35 Matt 13:57 = Mark 6:4 = Luke 4:18, 24; 13:33f.; John 4:44; c£. Matt 12:28 =
36 Mark 6:15; 8:28; cf. 8:11; 14:65 = Matt 26:67f. = Luke 22:63f.; 24:19.
37 Matt 10:19f. = Mark 13:11 == Luke 21:15; 12:12; John 7:38f.; 14:17f., 26; 16:7; ct.
Matt 3:11 = Mark 1:8 = Luke 3:16.
38 J. Jeremias,
New Testament Theology (
6:7, 30; Luke 9:1f.; 10:9, 17.
39 Matt 13:11 = Luke 8:10. This Q tradition has a parallel in Mark 4:11. "To know
mysteries" of God's purposes is a prophetic trait in apocalyptic Judaism, going back to
Daniel. Cf. Ellis (n. 17), 57-62; Luke 10:23f. par.
40 Matt 13:52. In Matt 23:34 "wise men and scribes" are apparently equivalent to
"apostles" in Luke 11:49. "Wise man" is equivalent to "prophet" in Philo (On the Giants
5, 22; idem, On the Unchangeableness of God 1, 3).
Ellis: READING THE GOSPELS AS HISTORY 13
Rejoice and exult (a]gallia?sqe) . . .
For so they persecuted
The prophets who were before you.
The Sermon on the Mount is addressed to Jesus' disciples, that is, his
"pupils" (oi[ maqhtai> au]tou?), a term that in Matthew often designates the
Twelve but also may refer to a much larger body of people who sat
under Christ's instruction.41 The present pericope is directed to, or at
least finds its fulfillment in, a narrower group of those who are sent to
carry Jesus' message to others, that is, those who are apostles. It is in
this context that they are essentially equated with earlier prophets, who
also mediated God's word under persecution and martyrdom.42 The
term "exult" (a]gallia?sqai) is often used in early Christianity to char-
acterize the exalted state of inspired prophetic exclamation.43
A second teaching, found in all three Synoptics and in sources
underlying them, appears in the mission of the Twelve (Matthew), in
instructions to disciples (Luke)44 and in the apocalyptic discourse on
the destruction of
When they bring you [to trial] . . .
Say whatever is given you in that hour
For it is not you who speak
But the Holy Spirit
The Lukan form is somewhat different: 'I will give you a mouth and
wisdom' (Luke 21:15, sto<ma kai> sofi<an). This is perhaps to underscore
an allusion to the persecuted apostolic witnesses in Acts, especially
These passages point to the prophetic credentials of those disciples
of Jesus who transmit his word to others. They are included in the
Gospels because inter alia the traditioners and Evangelists regarded
themselves as also having such credentials. This best explains their
boldness and confidence in adapting and applying OT texts to Jesus as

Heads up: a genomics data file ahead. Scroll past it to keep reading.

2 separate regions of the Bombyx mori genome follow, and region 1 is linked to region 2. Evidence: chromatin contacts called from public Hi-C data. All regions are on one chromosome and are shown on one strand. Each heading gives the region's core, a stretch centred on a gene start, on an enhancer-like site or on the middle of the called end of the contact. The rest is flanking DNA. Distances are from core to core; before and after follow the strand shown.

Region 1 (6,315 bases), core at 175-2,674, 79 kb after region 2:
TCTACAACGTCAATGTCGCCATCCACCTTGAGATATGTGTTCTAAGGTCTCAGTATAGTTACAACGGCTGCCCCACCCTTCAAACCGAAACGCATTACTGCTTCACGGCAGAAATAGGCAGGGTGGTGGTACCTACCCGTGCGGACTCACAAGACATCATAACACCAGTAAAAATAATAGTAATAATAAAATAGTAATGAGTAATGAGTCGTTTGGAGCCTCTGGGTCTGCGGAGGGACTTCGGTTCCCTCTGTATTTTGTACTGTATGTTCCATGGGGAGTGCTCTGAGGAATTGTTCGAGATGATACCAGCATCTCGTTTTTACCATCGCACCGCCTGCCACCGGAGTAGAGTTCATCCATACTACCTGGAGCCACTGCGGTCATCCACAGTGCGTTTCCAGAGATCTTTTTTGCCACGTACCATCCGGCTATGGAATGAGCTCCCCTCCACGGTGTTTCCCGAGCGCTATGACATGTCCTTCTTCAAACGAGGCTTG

well as in contemporizing Jesus' words to their own situation.
A brief example may illustrate one way in which they do this.
Mark 8:34 reads
41 E.g., Matt 10:1; 11:1; 20:17. The qualified "twelve disciples" presupposes that
there were more. Cf. Luke 10:39; 19:37; John 4:1; 6:60-67; 1 Cor 15:6; K. H. Rengstorf,
'maqhth<j,' TDNT 4 (1967/1942) 450-53.
42 On the prophet as martyr cf. G. Friedrich, 'profh<thj,' TDNT 6 (1968) 834f.
43 Luke 1:46f.; 10:21; John 8:56; Acts 2:26, 30f.; Rev 19:7; cf. 1 Pet 1:6; Ignatius,
Eph 9:2, Mag 1:1, Phld. preface, cf. 7:1f.; Shepherd of Hermas, Mandates 5, 1, 2; 5, 2, 3.
44 Cf. Matt 10:19f.; Luke 12:11f.
45 Acts 6:3, 10; 15:7; cf. Acts 3:18, 21; 4:24f.
14 CRISWELL THEOLOGICAL REVIEW
If anyone would come after me
Let him deny himself
And take up his cross
And follow me
In Jesus' earthly ministry this invitation had one meaning and one
only: 'Come and die with me in
word to this saying:
And take up his cross daily
By this addition Luke or better, the exalted Lord through his prophet,
universalizes the invitation. In effect he says, "No one died with Jesus
in their daily lives and in their deaths follow him, carrying whatever
cross that may be their lot." In this way Luke brings Christ's teaching
into the present situation of his hearers. Given the Evangelists' pro-
phetic credentials, such elaborations and con temporizations are no
less an authentic word of Jesus than the words he spoke in his earthly
Ordinarily oracles of the risen Lord, such as one finds in Revela-
tion 2-3, are not incorporated into the Gospel traditions. But there are
a few instances in which this appears to have occurred.46 If so, they
also are no less authentic teachings of Jesus.47 As an example of this,
one may cite Matt 18:20:
Where two or three are gathered in my name
There am I in their midst
It is difficult, though perhaps not impossible,48 to conceive of an
extended presence of the earthly Jesus. More likely this is the exalted
Lord's presence via the Holy Spirit in the corporate body of believers.
There are few if any historical or literary grounds, however, to
suppose that the Gospel traditioners created events in Jesus' life.
46 For example, Luke 11:49-52 = Matt 23:341f. In Luke the passage is a quotation
introduced by the formula, “the Wisdom of God said,” but in Matthew it is simply a
saying of Jesus. "Wisdom of God" is a designation for the exalted Christ in I Cor 1:24
and a title for him in 2nd-century texts (Justin, Dialogue 38:2; 61:1; 100:4; Clement of
introduces a prophetic saying from the exalted Lord. Cf. E. E. Ellis, The Gospel of
47 Ct. G. F. Hawthorne, "The Role of Christian Prophets in the Gospel Tradition,"
Tradition and Interpretation in the New Testament. Essays in Honor of E. E. Ellis
(ed. G. F. Hawthorne with O. Betz;
48 Cf. Luke 9:47; John 1:48; 2 Kgs 5:25f.
Ellis: READING THE GOSPELS AS HISTORY 15
Assertions to this effect almost always represent a failure to under-
stand the care and historical concern with which the Gospel tradi-
tioners transmitted the story of Jesus. If a proper historical critical
method is followed, proper presuppositions observed and the prac-
tices of 1st-century religious Judaism understood, the Gospels of the
NT will be found to be a reliable presentation and faithful portrait of
the teachings and acts of the preresurrection mission of Jesus.